Go Jim Go: A new heart means a miracle for teenager

If a picture paints a thousand words, then then you would probably need a few million more words to describe 16-year-old Samuel Marshall's life in photos.

"He has a positive outlook on life. He's always smiling and happy," Rodney Marshall said.

From martial arts to being a lifeguard, preparing for the ACT test, or just helping others, Samuel's parents, Auset and Rodney will tell you he's a pretty exceptional young.

"A lot of people were touched by Samuel, his heart. He has a big heart for people for life," Auset said.

Back in February, Samuel's happy life went from one filled with joy to worry.

"I would say this has probably been the biggest years of my life," Samuel said.

He awoke one morning thinking he had a cold. But he also had slurred speech.

"My speech was like, 'Ruh, ruh, ruh.' It was really hard to communicate and I was wondering what was going on."

Samuel's mom called 911 and he was taken to a nearby hospital.

"When I called 911. This was me saying, 'Okay there's no more I can do. Let go and let God, something's not right."

Something wasn't right. Samuel was suffering from a stroke due to a blood clot to his brain.

"It kind of blew me away because it was so odd," Rodney said. "You might expect someone older to have something."

Fortunately, his doctors were able to remove the blood clot, but they found something else. There was an anomaly.

He had dylated cardiomyopthophy.

"He wasn't here because of what I thought was congestion or stroke, he's here because of his heart. I was like what?"

His doctors said the best place to care for Samuel's heart condition would be Le Bonheur.

"The left side of his heart was bigger than the right side and his heart isn't pumping properly, which is why the blood clot formed and why he had the stroke."

Samuel was in the ICU and his family had two options. The best case scenario was that he would be on medicine for the rest of his life to help his heart function.

"But that was not working," his dad said. "So they put a temporary heart pump in to sustain."

The worst case scenario was he would need a heart transplant.

They prayed and got a lot of support from the chaplain to a cafeteria cashier.

"'We were praying for you.' That meant so much. It seems like no matter i went here at the hospital, there was always somebody with an encouraging word."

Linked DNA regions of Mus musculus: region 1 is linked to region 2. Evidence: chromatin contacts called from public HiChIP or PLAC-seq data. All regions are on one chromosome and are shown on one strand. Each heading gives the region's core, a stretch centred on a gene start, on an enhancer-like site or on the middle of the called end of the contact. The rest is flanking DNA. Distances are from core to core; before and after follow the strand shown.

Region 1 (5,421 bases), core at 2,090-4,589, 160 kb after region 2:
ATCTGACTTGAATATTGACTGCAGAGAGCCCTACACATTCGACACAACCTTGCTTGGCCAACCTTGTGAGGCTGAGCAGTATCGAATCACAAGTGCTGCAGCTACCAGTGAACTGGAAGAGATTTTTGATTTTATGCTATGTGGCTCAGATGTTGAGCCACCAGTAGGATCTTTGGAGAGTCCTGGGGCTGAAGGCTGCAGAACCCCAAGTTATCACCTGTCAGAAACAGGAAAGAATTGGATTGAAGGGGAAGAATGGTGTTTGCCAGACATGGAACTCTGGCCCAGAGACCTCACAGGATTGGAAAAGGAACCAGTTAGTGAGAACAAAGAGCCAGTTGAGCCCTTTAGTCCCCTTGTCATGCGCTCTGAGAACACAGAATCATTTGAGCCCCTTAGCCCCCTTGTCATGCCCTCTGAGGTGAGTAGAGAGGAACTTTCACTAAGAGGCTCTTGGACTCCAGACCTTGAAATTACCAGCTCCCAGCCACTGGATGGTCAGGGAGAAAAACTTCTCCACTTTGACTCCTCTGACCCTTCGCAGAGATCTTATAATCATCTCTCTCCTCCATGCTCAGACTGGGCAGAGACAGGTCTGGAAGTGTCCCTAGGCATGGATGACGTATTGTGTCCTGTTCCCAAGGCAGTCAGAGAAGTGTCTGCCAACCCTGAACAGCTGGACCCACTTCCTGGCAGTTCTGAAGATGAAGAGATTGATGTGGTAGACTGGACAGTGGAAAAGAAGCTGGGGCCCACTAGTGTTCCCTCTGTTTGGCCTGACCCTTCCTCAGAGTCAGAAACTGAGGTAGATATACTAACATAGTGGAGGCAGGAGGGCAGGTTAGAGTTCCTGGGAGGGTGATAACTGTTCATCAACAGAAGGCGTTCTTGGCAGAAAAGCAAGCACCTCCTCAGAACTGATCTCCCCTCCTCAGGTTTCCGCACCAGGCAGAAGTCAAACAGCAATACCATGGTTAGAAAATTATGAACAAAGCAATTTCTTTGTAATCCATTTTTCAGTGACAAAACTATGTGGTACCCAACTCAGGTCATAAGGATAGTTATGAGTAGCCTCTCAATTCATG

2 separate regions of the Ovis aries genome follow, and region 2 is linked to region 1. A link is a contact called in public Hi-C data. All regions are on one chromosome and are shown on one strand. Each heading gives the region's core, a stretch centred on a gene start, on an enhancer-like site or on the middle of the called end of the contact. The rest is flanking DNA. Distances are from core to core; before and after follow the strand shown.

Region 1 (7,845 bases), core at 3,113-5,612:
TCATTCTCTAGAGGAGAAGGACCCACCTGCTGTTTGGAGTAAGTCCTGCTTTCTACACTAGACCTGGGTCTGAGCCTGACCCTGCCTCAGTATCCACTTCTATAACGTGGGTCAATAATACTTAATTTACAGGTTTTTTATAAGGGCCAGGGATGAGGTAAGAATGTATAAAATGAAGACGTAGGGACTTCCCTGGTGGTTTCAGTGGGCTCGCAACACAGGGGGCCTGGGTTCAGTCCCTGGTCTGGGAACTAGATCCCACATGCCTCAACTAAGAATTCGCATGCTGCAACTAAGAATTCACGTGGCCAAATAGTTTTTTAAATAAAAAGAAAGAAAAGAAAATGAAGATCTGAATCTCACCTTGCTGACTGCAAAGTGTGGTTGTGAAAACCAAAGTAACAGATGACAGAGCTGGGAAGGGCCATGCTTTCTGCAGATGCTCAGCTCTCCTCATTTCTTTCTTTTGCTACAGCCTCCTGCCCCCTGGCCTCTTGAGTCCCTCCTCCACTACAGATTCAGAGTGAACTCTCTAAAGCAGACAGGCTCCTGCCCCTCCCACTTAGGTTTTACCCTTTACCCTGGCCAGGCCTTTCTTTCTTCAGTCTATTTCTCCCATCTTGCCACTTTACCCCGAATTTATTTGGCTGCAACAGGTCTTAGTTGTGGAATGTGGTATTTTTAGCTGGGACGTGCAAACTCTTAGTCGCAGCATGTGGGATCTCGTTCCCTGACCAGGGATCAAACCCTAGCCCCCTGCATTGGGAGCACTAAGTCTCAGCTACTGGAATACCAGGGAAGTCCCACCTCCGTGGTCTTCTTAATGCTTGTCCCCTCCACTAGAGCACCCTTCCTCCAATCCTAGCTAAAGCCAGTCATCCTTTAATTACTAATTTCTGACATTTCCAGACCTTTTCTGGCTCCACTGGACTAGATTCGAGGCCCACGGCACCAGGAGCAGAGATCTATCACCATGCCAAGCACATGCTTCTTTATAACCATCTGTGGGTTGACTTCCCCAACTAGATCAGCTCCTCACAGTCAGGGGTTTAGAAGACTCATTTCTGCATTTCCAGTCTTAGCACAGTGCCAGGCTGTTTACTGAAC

An encouraging word would be needed because on Feb. 10, Samuel went into cardiac arrest.

"They shocked me three times and then my heart stopped," he said. "To me that's like clinical death."

He was placed on a device called an ECMO, an external heart pump. Two days later, he would have an internal heart pump installed as they waited and prayed for a new heart.

Then a miracle happened — a new heart was found in only four days.

"He had a lethal condition," said pediatric cardiac surgeon Omuar Boston. "We were able to get him just in the nick of time, and I think the team here is an outstanding team. ... The heart center as you may know is ranked in the top 10 in US News & World Report."

Samuel's getting back to being strong and he's already successfully walked in a 5k race and got a medal. His recovery is influencing a future career in medicine because of Le Bonheur

"So I really do want to give back to the people that have helped me so much," Samuel said.

If a picture of Samuel today could paint a thousand words, the Marshall family says they still would not enough to describe their feelings of thanks for the amazing team of doctors, nurses and staff at Le Bonheur.

"When I pass, I see the heart on top. What a difference a day can make. I'm speechless, but totally thankful to everyone. I thank God and I thank everyone," Samuel said.

"To me it means Le Bonheur cares about everybody, no matter who you are, they don't care, they will help you. "

 

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